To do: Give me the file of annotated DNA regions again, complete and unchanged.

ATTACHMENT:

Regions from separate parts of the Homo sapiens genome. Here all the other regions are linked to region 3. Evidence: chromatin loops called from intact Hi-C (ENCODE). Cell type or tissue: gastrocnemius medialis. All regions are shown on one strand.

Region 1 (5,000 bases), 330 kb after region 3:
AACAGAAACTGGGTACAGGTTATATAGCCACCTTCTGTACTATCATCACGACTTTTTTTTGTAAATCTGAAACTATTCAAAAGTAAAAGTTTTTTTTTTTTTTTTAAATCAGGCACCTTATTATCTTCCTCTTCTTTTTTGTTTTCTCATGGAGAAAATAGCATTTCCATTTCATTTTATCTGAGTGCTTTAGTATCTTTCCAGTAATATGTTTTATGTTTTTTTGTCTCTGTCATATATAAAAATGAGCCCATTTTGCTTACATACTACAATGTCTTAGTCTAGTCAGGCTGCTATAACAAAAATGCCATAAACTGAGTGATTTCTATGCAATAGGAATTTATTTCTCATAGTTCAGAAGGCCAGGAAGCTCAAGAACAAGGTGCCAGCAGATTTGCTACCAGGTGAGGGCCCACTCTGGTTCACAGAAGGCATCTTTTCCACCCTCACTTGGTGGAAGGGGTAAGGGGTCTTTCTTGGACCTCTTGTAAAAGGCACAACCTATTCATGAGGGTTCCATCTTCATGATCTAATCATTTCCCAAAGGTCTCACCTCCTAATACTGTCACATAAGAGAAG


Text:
Regions from separate parts of the Homo sapiens genome. Here all the other regions are linked to region 3. Evidence: chromatin loops called from intact Hi-C (ENCODE). Cell type or tissue: gastrocnemius medialis. All regions are shown on one strand.

Region 1 (5,000 bases), 330 kb after region 3:
AACAGAAACTGGGTACAGGTTATATAGCCACCTTCTGTACTATCATCACGACTTTTTTTTGTAAATCTGAAACTATTCAAAAGTAAAAGTTTTTTTTTTTTTTTTAAATCAGGCACCTTATTATCTTCCTCTTCTTTTTTGTTTTCTCATGGAGAAAATAGCATTTCCATTTCATTTTATCTGAGTGCTTTAGTATCTTTCCAGTAATATGTTTTATGTTTTTTTGTCTCTGTCATATATAAAAATGAGCCCATTTTGCTTACATACTACAATGTCTTAGTCTAGTCAGGCTGCTATAACAAAAATGCCATAAACTGAGTGATTTCTATGCAATAGGAATTTATTTCTCATAGTTCAGAAGGCCAGGAAGCTCAAGAACAAGGTGCCAGCAGATTTGCTACCAGGTGAGGGCCCACTCTGGTTCACAGAAGGCATCTTTTCCACCCTCACTTGGTGGAAGGGGTAAGGGGTCTTTCTTGGACCTCTTGTAAAAGGCACAACCTATTCATGAGGGTTCCATCTTCATGATCTAATCATTTCCCAAAGGTCTCACCTCCTAATACTGTCACATAAGAGAAG